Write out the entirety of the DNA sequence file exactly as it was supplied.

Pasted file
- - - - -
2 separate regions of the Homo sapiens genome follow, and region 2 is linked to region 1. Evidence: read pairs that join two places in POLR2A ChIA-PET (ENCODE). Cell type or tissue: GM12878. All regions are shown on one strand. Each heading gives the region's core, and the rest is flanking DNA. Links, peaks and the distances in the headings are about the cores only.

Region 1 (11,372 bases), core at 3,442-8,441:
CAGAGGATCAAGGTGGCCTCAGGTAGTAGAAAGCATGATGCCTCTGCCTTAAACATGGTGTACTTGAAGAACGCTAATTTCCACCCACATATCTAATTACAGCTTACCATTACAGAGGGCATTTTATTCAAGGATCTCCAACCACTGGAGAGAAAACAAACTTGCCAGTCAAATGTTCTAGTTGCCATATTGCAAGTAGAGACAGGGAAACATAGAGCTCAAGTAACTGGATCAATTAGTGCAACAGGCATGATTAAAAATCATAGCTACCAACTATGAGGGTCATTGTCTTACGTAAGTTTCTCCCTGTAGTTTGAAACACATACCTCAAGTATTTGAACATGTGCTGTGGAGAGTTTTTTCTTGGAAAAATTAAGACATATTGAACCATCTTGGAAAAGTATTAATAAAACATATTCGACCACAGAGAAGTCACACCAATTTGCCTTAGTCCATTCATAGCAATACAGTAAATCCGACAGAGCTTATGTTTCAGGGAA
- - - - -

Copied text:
2 separate regions of the Homo sapiens genome follow, and region 2 is linked to region 1. Evidence: read pairs that join two places in POLR2A ChIA-PET (ENCODE). Cell type or tissue: GM12878. All regions are shown on one strand. Each heading gives the region's core, and the rest is flanking DNA. Links, peaks and the distances in the headings are about the cores only.

Region 1 (11,372 bases), core at 3,442-8,441:
CAGAGGATCAAGGTGGCCTCAGGTAGTAGAAAGCATGATGCCTCTGCCTTAAACATGGTGTACTTGAAGAACGCTAATTTCCACCCACATATCTAATTACAGCTTACCATTACAGAGGGCATTTTATTCAAGGATCTCCAACCACTGGAGAGAAAACAAACTTGCCAGTCAAATGTTCTAGTTGCCATATTGCAAGTAGAGACAGGGAAACATAGAGCTCAAGTAACTGGATCAATTAGTGCAACAGGCATGATTAAAAATCATAGCTACCAACTATGAGGGTCATTGTCTTACGTAAGTTTCTCCCTGTAGTTTGAAACACATACCTCAAGTATTTGAACATGTGCTGTGGAGAGTTTTTTCTTGGAAAAATTAAGACATATTGAACCATCTTGGAAAAGTATTAATAAAACATATTCGACCACAGAGAAGTCACACCAATTTGCCTTAGTCCATTCATAGCAATACAGTAAATCCGACAGAGCTTATGTTTCAGGGAA